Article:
A victory for an injured Canberra firefighter battling for compensation in a ''landmark'' case will make it easier for many injured public servants to win insurance payouts.
The Federal Court decision in the case of former ACT Fire Brigade member Wayne Lilley came on the same day government workplace insurer Comcare revealed it was in further financial strife.
The insurer reported a $98 million loss in the past financial year, attributed partly to a growing number of compensation claims.
Mr Lilley was diagnosed with compartment syndrome in 2005, forcing him to end a successful 17-year career in the emergency services. Mr Lilley's work, which included running seven kilometres a day and hauling heavy equipment up training towers, was found to be the probable cause of the syndrome.
He suffered permanent pain and numbness in his leg, and had difficulty running, climbing stairs, or walking for more than five minutes.
The firefighter applied for compensation by Comcare for permanent disablement in 2009.
But Comcare rejected his claim, saying it did not meet its ''impairment criteria'', which require a worker to prove they have 10 per cent whole-person impairment.
He battled against Comcare's decision through the courts, arguing their criteria for assessing injury were ''unreasonable and disproportionate'', but lost an appeal in the Administrative Appeals Tribunal in 2011.
Mr Lilley - represented by Daniel Steiner of Capital Lawyers - then took the fight to the Federal Court, where Justice Steven Rares found in his favour. Justice Rares found Comcare's impairment criteria to be invalid, describing them as a nonsense, and as ''not reflective of any measure of impairment''.
Second, Justice Rares found the appeals tribunal had made an
error in assuming that clinical testing was required to meet Comcare's criteria for compensation.
Comcare appealed against Justice Rares' decision, and a full bench of the Federal Court returned its decision on the insurer's appeal on Friday afternoon.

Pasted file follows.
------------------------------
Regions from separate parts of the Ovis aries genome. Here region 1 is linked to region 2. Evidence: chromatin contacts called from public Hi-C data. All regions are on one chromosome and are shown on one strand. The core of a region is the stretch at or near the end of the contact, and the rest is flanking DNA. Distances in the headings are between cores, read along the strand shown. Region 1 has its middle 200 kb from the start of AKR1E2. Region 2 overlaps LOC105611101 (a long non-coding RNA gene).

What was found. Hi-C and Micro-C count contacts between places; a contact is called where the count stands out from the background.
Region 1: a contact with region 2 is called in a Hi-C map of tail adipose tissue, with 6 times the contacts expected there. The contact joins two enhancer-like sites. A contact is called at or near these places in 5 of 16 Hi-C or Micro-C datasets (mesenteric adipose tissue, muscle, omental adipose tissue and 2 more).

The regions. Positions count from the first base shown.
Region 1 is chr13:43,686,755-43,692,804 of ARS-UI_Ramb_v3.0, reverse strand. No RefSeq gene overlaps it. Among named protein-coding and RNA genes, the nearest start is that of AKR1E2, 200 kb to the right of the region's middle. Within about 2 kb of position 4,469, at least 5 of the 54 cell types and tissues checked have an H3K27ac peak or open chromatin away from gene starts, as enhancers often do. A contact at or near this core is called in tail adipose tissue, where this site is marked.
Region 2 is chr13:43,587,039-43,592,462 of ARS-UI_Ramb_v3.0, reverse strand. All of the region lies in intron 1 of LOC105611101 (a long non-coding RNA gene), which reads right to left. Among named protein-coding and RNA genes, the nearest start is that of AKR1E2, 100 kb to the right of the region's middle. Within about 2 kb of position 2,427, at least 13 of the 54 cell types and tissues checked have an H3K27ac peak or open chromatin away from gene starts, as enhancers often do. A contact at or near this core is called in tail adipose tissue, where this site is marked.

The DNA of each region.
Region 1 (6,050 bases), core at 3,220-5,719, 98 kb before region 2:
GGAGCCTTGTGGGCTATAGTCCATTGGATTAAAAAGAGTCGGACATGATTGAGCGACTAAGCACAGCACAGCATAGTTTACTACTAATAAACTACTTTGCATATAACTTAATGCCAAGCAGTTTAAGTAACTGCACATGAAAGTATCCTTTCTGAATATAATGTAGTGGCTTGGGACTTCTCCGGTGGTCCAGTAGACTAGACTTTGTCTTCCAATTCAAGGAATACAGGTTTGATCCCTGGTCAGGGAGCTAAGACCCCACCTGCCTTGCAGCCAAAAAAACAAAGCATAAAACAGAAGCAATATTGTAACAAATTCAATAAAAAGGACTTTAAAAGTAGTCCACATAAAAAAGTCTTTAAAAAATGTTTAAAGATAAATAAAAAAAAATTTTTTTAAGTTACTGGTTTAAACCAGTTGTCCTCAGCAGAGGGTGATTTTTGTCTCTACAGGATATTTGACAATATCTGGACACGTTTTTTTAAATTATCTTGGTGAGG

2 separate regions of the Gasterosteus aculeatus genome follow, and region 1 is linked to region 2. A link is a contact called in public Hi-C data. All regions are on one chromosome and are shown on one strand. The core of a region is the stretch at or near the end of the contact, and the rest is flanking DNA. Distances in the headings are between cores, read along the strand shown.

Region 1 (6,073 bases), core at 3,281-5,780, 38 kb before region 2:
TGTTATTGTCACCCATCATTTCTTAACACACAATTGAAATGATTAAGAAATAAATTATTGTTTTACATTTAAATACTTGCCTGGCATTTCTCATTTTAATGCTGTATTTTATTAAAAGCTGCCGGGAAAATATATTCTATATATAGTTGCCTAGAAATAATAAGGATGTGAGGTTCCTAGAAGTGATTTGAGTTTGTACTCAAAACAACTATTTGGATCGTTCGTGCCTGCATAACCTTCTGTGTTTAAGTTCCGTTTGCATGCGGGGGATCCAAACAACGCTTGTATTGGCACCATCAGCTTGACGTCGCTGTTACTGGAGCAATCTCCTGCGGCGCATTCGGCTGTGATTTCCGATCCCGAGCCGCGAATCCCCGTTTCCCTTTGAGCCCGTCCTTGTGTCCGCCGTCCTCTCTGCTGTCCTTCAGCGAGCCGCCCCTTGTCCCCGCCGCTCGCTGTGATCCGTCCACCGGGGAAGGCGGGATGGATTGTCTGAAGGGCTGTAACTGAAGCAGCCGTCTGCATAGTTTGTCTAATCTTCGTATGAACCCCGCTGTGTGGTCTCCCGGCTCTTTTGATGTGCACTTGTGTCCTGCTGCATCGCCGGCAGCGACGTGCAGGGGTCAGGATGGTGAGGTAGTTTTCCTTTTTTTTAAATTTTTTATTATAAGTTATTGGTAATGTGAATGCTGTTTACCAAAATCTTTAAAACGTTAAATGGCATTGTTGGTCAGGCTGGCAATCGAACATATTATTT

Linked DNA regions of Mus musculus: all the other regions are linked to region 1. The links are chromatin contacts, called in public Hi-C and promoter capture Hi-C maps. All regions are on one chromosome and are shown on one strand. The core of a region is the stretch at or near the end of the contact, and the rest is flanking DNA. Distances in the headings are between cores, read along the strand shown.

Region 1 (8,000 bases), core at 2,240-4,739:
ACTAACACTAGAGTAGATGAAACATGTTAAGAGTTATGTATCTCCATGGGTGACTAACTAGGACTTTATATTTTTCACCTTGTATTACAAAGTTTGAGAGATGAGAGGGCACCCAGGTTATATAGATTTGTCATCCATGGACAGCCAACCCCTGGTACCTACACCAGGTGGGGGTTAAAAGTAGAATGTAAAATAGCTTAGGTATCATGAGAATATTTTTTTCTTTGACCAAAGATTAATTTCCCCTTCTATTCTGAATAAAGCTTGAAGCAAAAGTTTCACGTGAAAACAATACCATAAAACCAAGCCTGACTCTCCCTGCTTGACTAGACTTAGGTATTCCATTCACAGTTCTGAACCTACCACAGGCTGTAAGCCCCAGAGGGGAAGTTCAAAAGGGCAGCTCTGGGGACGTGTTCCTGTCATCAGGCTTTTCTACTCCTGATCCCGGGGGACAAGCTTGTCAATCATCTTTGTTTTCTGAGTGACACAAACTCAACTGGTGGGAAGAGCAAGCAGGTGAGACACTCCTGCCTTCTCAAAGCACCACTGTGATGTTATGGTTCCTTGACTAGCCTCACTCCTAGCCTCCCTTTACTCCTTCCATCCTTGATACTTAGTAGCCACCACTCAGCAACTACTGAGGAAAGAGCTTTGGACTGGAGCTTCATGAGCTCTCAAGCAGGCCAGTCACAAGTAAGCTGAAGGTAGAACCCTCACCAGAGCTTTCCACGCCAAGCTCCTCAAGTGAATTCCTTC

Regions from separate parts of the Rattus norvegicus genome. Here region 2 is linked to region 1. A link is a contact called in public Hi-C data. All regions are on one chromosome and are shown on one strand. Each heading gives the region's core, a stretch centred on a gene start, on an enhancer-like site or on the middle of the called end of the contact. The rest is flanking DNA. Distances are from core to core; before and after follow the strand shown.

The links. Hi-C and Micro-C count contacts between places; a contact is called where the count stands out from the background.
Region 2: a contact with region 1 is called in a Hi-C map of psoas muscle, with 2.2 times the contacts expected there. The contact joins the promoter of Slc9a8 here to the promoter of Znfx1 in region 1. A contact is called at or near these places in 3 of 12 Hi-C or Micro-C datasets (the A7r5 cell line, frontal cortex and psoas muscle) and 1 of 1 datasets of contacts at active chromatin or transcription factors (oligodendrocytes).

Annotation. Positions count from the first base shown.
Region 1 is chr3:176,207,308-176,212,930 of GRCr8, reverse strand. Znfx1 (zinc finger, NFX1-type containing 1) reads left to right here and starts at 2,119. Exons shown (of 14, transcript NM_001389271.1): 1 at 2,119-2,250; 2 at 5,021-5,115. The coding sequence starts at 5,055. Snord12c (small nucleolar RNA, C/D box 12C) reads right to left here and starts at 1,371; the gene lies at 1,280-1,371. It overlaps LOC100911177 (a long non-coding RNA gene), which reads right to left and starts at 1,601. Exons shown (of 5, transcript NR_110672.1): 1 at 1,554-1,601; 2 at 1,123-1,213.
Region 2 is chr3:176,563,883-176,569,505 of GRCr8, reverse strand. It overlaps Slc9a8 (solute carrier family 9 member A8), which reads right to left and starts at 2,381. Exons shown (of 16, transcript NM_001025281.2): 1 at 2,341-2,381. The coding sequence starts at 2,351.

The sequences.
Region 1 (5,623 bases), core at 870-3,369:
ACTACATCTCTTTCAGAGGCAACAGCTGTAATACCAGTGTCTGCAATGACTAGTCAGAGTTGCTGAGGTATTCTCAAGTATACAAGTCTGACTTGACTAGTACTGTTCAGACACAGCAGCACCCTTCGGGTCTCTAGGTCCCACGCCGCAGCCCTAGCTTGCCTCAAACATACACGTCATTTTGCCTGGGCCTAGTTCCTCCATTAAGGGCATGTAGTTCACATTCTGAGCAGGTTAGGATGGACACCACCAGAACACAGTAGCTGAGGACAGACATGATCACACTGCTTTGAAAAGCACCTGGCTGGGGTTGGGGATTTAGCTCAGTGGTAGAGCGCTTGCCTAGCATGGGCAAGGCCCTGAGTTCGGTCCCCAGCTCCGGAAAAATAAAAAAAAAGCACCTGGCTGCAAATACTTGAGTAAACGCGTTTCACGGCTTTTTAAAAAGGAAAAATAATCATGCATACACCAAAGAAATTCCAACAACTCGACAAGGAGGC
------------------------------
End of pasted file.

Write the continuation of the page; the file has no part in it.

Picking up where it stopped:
The full bench rejected Justice Rares' first finding that Comcare's impairment criteria were invalid.
But they upheld his finding that the tribunal had made an error by assuming Comcare's criteria could only be met through clinical testing.
Mr Steiner said that meant the restrictions claimed by an injured worker did not necessarily require clinical testing by doctors.
They also declared that, when assessing the abilities of an injured worker, the word ''unable'' meant something less than ''impossible''. Mr Steiner said it meant a worker needed to demonstrate only that he had ''significant difficulty'' in certain activities to be eligible for compensation.
''The combined effect of these two findings is that it is now significantly easier for an injured worker to satisfy the requirements of the [Comcare Guide to the Assessment of Permanent Impairment] and receive permanent impairment compensation,'' he said.
''In our view, this decision is a far more fair and commonsense approach to the issues than the restrictive approach contended for by Comcare.''
Importantly for Mr Lilley, the Federal Court gave him the right to recover compensation for his injuries, and the matter will now go back to the appeals tribunal.
Specialist workplace compensation lawyer Geoff Wilson, of Maurice Blackburn Lawyers, also hailed the decision as a significant binding judgment.
He said it was good news for all workers who suffered permanent lower-limb injuries, including those in the public service, and the transport, banking, seafarers and telecommunications sectors.
''Comcare scheme workers with lower-limb injuries have been left in a state of uncertainty for nearly a year because of Comcare's appeal in this case,'' Mr Wilson said.